6. What is the writing process like for Tines? Does Glenn bring the skeletal structures of the songs to the band room or is it a more collaborative experience?

(6.) Actually Glenn comes up with the ideas for Riffs, followed by Arrow and their ideas and we all formulate around it and Kelly writes the vocals. So I’ll hear the riffs and ideas, Mike will play on bass and me and him will lock in from that point. Glenn may occasionally ask for a certain rhythm on certain parts of a song and it’ll definitely make sense. We all “hear” differently and that’s how we formulate. Most of our new songs have come from 3/4 edits of original ideas just collaboratively adjusted based off what we all “hear”. Be it drums, bass pattern, keyboards from Arrow, or riff and transition ideas from Glenn.

7. What is the best part of being in a band for you? Is it the rush of the live show, the satisfaction of completing a song at practice, finishing an album in the studio, etc.?

(7.) Honestly for me, it’s the family aspect. ALL of these folks here in Tines are my legit family. Glenn and I have had our talks about life, what he’s been through, whether music related or non music related. Kelly has given me TONS of advice about life and even what she’s been through. Arrow has given me insight into things and they are WELL VERSED musically as well. Mike is a TRUE BROTHER. I could go into detail of how much he and his wife has helped me in the past but he’s not one for accolades. My band is true family though. To add to the question though, nailing songs and playing them live and the energy from live shows and people getting into the songs we worked hard for is the ULTIMATE thrill.

8. When you were younger and first getting into playing music, did you ever foresee yourself playing in a band like Tines?

(8.) (laughs) Man, if my Mother (rest her soul) had her way (laughs), I’d be playing in a church band somewhere (laughs). I grew up in a ULTRA religious household and my Mom was NOT having any secular music, much less Metal or Prog Rock etc. 2016 not only brought me into the local Metal scene, but also altered my life and mental state. Tines fits me perfectly. We’re all different in our personal lives and backgrounds and personal beliefs and it just works.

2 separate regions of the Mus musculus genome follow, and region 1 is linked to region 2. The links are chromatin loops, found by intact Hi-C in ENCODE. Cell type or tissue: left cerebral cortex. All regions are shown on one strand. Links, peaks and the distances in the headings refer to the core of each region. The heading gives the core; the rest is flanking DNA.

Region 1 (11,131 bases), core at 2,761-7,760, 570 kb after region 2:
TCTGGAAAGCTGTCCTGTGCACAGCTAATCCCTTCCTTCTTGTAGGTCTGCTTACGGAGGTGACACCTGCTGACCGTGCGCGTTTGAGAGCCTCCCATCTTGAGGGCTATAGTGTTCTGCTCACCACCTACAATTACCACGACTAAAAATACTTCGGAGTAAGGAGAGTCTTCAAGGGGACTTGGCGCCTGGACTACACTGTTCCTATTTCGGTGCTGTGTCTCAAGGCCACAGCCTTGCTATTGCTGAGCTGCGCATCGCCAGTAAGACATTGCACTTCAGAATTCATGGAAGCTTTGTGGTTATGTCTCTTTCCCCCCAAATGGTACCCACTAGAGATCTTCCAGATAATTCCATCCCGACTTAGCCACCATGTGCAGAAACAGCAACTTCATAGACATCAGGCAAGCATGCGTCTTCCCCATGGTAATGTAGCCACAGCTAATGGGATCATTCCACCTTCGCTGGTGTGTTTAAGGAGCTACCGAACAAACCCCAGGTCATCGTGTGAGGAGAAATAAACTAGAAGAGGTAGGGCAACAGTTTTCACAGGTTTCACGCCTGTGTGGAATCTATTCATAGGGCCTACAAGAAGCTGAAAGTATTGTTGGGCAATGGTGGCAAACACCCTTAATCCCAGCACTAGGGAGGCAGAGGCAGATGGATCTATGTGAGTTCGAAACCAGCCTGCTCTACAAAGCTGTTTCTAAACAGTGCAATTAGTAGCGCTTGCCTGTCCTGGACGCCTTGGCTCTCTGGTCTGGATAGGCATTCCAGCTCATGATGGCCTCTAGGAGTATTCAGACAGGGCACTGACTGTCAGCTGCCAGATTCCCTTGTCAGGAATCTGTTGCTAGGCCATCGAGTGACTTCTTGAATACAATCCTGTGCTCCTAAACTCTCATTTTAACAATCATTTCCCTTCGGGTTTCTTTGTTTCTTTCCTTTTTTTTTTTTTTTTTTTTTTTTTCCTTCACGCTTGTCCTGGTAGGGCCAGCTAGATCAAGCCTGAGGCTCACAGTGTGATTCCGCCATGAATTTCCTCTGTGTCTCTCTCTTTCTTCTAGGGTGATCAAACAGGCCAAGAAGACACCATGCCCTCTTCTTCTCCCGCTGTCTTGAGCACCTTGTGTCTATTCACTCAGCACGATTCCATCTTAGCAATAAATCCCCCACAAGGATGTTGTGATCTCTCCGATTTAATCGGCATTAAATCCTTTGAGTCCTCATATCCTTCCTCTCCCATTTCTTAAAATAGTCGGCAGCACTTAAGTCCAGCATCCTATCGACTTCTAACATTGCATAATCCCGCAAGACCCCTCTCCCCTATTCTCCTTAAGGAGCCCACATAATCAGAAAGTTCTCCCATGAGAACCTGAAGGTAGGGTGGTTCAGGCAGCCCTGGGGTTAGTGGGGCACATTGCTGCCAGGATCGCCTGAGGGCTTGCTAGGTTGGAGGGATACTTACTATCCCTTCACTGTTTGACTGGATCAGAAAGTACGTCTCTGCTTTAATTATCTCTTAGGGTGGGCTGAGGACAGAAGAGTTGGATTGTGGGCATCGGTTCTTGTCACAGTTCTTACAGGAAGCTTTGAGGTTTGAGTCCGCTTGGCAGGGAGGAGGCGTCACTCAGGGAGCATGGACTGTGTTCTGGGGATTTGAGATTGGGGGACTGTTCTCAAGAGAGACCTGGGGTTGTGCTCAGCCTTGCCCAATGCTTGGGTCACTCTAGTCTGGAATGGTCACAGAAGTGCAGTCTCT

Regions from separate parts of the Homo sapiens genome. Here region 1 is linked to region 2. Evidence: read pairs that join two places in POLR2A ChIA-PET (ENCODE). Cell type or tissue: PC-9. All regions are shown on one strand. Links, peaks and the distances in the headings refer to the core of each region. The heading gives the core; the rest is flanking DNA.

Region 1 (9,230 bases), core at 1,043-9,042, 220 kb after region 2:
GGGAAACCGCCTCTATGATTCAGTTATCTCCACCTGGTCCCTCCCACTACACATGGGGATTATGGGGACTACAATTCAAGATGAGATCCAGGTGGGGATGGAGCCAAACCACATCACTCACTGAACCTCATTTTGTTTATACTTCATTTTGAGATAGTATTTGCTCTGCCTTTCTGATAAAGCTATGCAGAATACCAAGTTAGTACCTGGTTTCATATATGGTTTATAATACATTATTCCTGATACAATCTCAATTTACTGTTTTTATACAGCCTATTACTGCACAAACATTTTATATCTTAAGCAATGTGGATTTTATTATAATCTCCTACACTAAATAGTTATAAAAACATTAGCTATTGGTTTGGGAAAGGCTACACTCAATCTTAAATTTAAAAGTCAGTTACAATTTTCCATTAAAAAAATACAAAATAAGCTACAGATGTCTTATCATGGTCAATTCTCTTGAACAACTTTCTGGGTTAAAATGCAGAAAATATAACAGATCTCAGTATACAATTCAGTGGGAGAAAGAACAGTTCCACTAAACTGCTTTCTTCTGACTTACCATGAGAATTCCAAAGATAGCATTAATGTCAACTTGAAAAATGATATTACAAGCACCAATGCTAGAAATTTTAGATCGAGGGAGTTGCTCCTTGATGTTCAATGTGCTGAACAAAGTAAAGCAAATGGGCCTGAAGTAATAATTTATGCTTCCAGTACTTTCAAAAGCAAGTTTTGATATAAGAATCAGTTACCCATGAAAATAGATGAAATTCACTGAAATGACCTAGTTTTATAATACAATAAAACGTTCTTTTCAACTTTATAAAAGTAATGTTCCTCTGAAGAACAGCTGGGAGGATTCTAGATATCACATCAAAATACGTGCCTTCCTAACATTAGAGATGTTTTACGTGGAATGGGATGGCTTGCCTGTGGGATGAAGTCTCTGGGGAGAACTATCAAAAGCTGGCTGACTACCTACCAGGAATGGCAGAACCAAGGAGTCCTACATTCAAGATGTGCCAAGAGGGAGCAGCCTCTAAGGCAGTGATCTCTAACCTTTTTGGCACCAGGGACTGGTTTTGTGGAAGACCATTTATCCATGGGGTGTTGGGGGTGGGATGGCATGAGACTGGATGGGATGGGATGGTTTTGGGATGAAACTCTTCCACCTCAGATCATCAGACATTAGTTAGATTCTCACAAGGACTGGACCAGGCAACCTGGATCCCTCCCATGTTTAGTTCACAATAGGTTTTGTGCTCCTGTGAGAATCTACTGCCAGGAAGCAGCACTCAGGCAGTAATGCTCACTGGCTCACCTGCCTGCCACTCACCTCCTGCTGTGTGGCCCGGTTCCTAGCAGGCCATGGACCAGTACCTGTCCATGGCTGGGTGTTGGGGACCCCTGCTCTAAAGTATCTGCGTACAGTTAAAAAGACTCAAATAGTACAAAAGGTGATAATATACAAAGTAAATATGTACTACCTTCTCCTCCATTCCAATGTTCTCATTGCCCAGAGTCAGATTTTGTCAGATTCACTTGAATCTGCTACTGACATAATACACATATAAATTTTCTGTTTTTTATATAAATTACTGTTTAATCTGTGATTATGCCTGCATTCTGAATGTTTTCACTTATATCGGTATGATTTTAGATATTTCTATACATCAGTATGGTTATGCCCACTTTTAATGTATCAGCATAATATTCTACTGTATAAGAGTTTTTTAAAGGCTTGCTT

9. I’ve heard all sorts of comparisons and I’ve come up with some interesting ones myself for past articles. When you think of Tines, what other bands come to mind? Who do you think Tines could be most accurately compared to?

(9.) In the most humblest opinion of mine personally, musically we’re as weird as Arthur Brown, we have some songs akin to Black Sabbath vibes, we have some doom elements of some songs. It’s hard for even ME to categorize us (laughs). I feel like even though we are in the “Metal scene”, we’re not heavy enough to be strictly Metal, but not far out enough to not be in the conversation. I’ve seen us labeled online as “Prog Rock” and ok I’ll take that (laughs). Maybe in the beginning, but our recent batch of songs are DEFINITELY heavier I’ll say.

10. What’s the best advice you feel you could give to aspiring drummers who don’t know where to start?

(10.) My advice would be to NEVER EVER quit. DO NOT compare yourself to others either. Keep drumming, keep learning, and LEARN YOUR RUDIMENTS. Don’t go straight for double bass. I’ve seen it all too often. Buy yourself a practice pad and learn your rudiments. YouTube is your friend. Study the greats and watch them. It’s ok to play pocket and stay in the groove, not every song requires the kitchen sink. BIGGEST ADVICE that I’m going to give though, is to stay humble. I don’t care how long you’ve been playing or if you’re just starting out. There’s ALWAYS someone out there who can out chop you, who’s been playing longer. You can learn something from someone just starting out and someone who’s been playing 20 years. Always be willing to learn and no egos. Learn.